The state received an economic stimulus package of sorts on Sunday, May 22, in the form of nearly 1,200 newly-minted Framingham State University graduates.
"When Massachusetts competes with other states and other nations for business, the highest card in the hand we have to play is a skilled workforce," said Dr. Charles F. Desmond, chairman of the state’s Board of Higher Education, during the undergraduate ceremony. "That’s you."
Thousands of students, faculty, alumni, family and friends packed into a tent on the Framingham town green to witness 735 graduates receive their bachelor’s degree on May 22. Earlier in the day another 449 graduate students received master’s degrees during a ceremony in the Dwight Performing Arts Center on campus.
The events marked the first spring commencement ceremonies since Framingham State received official status as a university late last year.
"Our new name properly reflects the comprehensive public university we have become over the past 172 years," President Timothy Flanagan said. "You’re joining a strong network of alumni from Framingham State who play a crucial part in many of the Commonwealth’s leading businesses, industries, and public sector organizations."
Undergraduate commencement speaker Henri A. Termeer, the outgoing president, chairman and CEO of Genzyme Corp., said he could tell that Framingham State is a university on the move.
"The sense of momentum, the sense of energy and the sense of community in this institution is incredible," Termeer said. "You are one impressive group."
Termeer encouraged the graduates to take risks, be true to their values and unafraid to fail. He said when he first came to Genzyme in 1983 it was struggling to find a treatment for a rare childhood disease. He took a great personal risk by refusing to give up for many years and eventually a successful treatment was discovered.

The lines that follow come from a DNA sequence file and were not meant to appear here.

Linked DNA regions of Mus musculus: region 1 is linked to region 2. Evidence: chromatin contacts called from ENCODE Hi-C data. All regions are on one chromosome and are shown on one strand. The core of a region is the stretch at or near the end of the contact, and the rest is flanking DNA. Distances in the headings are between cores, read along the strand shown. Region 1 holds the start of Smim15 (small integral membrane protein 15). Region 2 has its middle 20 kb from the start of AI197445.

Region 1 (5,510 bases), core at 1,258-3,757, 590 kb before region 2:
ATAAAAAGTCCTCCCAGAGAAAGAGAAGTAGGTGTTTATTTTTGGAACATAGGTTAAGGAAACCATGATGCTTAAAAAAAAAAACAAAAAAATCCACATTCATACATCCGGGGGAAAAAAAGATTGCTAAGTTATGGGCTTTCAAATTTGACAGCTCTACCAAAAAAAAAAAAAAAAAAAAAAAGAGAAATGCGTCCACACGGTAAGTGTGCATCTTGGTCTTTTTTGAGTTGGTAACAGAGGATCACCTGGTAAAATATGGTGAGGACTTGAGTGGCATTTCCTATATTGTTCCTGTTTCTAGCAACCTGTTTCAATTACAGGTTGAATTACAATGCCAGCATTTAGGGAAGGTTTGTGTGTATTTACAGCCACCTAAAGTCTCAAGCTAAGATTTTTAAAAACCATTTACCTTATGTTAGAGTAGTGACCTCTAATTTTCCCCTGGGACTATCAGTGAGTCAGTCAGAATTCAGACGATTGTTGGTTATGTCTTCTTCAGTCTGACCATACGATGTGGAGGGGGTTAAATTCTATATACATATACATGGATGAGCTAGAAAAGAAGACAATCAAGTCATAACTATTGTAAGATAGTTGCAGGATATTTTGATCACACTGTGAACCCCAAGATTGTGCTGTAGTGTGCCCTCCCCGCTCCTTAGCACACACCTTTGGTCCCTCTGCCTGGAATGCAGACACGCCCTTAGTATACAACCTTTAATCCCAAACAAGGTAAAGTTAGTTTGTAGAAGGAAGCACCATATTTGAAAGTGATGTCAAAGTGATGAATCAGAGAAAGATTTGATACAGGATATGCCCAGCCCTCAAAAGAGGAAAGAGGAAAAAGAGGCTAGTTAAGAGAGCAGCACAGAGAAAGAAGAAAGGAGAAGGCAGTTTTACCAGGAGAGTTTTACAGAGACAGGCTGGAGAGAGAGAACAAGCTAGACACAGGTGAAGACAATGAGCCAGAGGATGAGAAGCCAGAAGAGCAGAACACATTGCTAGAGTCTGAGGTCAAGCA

"It’s never easy. It’s never obvious," Termeer said. "Things that are obvious are done. Be prepared to fail and don’t be surprised when it happens."
The University conferred an honorary Doctor of Science degree upon Termeer and an honorary Doctor of Laws degree upon David Perini, the former commissioner of the Massachusetts Department of Capital Asset Management.
During the graduate ceremony, commencement speaker Dr. Abdul Momen, who is ambassador to the United Nations for his native Bangladesh, talked about his work with the peace-keeping organization and challenged the students to go out and change the world for the better.
"The sky is the limit," said Momen, who was a professor of economics and business administration at FSU prior to taking his current post at the UN. "You are ready to embark on a new course of action and, of course, new challenges."
The Citizen Laureate Award, presented to an individual who has consistently supported the University, was given to Framingham Town Manager Julian Suso.